The White House yesterday issued a statement announcing President Obama’s plans to nominate the former U.S. Representative from Kentucky, Anne Northup, to be a member of the Consumer Product Safety Commission. She would hold a Republican seat on the commission.
If Northup and Robert Adler, a Democrat whom the President nominated in June, are confirmed by the Senate, the CPSC would reach its full five-member composition called for by the Consumer Product Safety Improvement Act. Gaining that full membership increases accountability and, theoretically, responsiveness to the public.
During her five terms in Congress, Northup was a strong supporter of the U.S. manufacturing economy. Her voting record on “Key Votes” as identified by the National Association of Manufacturing’s Key Vote Committee was always between 90 and 100 percent, and she received the NAM’s Award for Manufacturing Legislative Excellence. (Voting record summary.) So Northup appreciates what it takes to create a strong economy.
It’s also safe to identify her as being endorsed by the Senate Republican Leader, Mitch McConnell of Kentucky. Presidents defer to the Senate leaders and home-state Senators when selecting political appointees from the minority party.
If there’s any heartburn at all here, it’s that President Obama has chosen to follow the political model when making appointees to this regulatory agency. That’s the approach where the executive rewards party loyalists, often defeated candidates for public office. CPSC Chairman Inez Tenenbaum ran and lost a U.S. Senate race in South Carolina; Northup lost her race for governor of Kentucky. (Adler, it should be noted, was a longtime CPSC staffer.)
The other approach is to appoint experts or people with experience in the regulated subject matter to a regulatory agency. In this model, the regulatory agency is led by people who strive to be impartial arbiters, making decisions purely on evidence, science and the Congressional intent behind the law.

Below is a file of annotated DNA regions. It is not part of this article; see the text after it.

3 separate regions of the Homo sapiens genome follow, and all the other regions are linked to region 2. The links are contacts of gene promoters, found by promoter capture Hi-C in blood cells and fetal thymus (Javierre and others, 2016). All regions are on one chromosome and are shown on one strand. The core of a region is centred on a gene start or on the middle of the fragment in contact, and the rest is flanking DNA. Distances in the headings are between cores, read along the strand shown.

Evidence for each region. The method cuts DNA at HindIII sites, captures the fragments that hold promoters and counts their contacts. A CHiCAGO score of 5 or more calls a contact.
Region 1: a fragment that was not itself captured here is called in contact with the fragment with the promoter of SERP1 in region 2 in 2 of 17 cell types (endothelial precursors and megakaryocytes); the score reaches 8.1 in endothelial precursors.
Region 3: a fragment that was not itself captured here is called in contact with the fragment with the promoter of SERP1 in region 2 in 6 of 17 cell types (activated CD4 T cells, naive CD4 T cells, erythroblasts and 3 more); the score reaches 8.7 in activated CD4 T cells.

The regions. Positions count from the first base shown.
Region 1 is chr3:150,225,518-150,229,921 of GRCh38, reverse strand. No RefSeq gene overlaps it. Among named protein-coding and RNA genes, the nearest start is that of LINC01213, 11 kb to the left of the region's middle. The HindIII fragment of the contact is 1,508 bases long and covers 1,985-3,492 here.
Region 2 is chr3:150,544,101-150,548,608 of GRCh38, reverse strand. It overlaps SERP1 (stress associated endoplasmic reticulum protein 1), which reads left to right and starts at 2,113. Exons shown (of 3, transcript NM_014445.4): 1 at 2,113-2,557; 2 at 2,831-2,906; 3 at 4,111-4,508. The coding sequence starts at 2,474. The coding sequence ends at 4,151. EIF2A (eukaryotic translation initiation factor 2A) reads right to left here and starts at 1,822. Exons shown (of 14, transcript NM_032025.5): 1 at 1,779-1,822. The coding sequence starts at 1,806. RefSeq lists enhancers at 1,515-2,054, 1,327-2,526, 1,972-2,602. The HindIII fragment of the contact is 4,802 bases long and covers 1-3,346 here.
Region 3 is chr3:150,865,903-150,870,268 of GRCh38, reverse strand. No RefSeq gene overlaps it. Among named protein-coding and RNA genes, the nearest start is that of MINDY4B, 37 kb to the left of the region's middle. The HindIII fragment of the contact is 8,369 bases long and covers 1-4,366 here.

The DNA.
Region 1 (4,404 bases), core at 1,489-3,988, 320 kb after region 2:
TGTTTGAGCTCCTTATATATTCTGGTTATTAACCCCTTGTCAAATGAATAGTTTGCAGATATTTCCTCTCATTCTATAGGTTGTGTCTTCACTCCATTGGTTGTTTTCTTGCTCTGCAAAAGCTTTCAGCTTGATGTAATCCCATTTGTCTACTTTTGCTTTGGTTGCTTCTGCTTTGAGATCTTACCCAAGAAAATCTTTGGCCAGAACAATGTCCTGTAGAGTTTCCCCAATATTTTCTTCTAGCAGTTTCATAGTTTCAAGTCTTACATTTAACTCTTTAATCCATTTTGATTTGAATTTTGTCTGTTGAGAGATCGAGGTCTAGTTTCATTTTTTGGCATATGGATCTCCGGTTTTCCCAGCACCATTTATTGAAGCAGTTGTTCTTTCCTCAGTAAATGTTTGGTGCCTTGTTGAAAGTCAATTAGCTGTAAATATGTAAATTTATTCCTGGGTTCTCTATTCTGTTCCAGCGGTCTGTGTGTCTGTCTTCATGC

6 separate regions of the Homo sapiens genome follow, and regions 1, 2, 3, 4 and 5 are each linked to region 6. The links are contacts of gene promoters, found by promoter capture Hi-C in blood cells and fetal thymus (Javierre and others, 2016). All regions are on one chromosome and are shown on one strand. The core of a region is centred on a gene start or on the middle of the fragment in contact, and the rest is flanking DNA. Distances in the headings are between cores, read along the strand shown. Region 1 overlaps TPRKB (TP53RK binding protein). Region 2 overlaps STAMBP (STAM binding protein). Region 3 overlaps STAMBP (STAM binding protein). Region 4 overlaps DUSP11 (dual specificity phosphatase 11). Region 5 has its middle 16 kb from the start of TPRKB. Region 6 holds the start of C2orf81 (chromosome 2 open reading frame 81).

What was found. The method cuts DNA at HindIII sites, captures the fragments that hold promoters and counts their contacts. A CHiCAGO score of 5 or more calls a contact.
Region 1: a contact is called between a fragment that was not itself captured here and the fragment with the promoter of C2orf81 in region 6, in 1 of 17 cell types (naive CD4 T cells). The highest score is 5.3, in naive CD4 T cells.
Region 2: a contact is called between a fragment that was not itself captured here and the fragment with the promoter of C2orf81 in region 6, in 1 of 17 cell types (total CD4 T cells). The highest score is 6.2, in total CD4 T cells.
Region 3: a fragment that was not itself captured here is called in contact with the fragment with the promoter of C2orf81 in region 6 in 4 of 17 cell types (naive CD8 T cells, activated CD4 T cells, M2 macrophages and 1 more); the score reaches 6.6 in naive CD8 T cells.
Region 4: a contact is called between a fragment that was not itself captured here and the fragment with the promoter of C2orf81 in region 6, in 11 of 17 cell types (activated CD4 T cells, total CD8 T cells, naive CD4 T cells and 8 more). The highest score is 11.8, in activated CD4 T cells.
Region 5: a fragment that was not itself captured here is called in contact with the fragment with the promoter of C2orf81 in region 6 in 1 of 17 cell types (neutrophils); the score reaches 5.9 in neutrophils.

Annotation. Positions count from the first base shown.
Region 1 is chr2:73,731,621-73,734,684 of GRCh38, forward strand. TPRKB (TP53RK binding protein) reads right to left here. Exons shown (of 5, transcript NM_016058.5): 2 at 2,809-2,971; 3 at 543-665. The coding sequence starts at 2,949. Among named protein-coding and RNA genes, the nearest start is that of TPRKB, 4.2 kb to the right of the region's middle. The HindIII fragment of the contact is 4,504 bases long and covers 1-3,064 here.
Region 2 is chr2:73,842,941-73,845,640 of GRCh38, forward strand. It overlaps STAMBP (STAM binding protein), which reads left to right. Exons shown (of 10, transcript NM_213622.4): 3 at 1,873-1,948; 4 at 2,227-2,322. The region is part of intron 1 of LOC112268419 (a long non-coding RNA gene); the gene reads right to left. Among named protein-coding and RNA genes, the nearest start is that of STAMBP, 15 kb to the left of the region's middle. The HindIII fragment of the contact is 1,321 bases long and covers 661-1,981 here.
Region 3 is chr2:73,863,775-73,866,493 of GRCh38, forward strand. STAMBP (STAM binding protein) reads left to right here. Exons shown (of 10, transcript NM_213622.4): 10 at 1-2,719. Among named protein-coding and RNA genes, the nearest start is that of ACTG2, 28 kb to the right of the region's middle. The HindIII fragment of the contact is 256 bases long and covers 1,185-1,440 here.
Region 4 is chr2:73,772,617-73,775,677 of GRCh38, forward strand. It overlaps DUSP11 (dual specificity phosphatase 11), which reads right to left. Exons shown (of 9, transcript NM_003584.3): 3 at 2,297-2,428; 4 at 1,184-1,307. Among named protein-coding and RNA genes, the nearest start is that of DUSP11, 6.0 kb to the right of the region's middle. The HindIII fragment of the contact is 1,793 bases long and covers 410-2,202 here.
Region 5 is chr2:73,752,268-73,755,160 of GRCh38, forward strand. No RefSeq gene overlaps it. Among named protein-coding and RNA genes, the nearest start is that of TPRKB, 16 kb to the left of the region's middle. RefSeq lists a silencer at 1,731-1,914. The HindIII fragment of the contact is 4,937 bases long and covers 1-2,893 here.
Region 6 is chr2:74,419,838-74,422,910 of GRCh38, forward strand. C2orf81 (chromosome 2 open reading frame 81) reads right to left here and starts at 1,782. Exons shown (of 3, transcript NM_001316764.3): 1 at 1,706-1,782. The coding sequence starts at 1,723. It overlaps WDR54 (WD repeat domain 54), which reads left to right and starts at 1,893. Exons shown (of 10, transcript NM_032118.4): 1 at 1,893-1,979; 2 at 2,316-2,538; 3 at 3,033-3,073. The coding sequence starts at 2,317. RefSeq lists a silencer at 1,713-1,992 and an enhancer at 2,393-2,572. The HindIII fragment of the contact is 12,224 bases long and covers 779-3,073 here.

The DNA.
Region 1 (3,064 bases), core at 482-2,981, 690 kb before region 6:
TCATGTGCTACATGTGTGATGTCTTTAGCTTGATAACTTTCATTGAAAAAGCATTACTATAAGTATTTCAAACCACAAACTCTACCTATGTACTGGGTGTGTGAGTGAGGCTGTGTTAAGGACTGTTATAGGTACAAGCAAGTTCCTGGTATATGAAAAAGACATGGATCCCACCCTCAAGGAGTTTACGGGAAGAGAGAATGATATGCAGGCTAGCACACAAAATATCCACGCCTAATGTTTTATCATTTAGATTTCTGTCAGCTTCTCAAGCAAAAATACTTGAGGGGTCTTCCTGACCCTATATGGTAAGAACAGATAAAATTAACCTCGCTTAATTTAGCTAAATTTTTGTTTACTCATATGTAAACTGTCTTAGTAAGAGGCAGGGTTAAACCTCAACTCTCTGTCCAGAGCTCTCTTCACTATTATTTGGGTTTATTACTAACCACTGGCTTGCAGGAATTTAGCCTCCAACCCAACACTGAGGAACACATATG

The political model’s strength is that the appointees may be more sensitive to the impact their regulatory decisions have on the public. Tenenbaum, a former state education superintendent, and Northup are both experienced in listening and responding to constituents.
The downside is the appointees often defer to the members of Congress, especially the heads of the committees of jurisdiction and the appropriators. It’s not unusual for staff members of regulatory agencies to grouse that, “Oh, Chairman X has gone up to the Hill to get his marching orders.”
Politics have not served the public, consumers or manufacturers in the drafting and enactment of the Consumer Product Safety Improvement Act. As we have detailed in scores CPSC Update posts, the law has made safe products illegal, deprived consumers of desired products, and put people out of business. The economic costs amount of hundreds of thousands millions of dollars, yet the committee members in charge have dismissed the protests as whining or the pleas of greedy business people.
As a regulatory agency, a CSPC that defers to partisan politics, Congressional dictates and the zealousness of “consumer activists” will NOT be serving the public.
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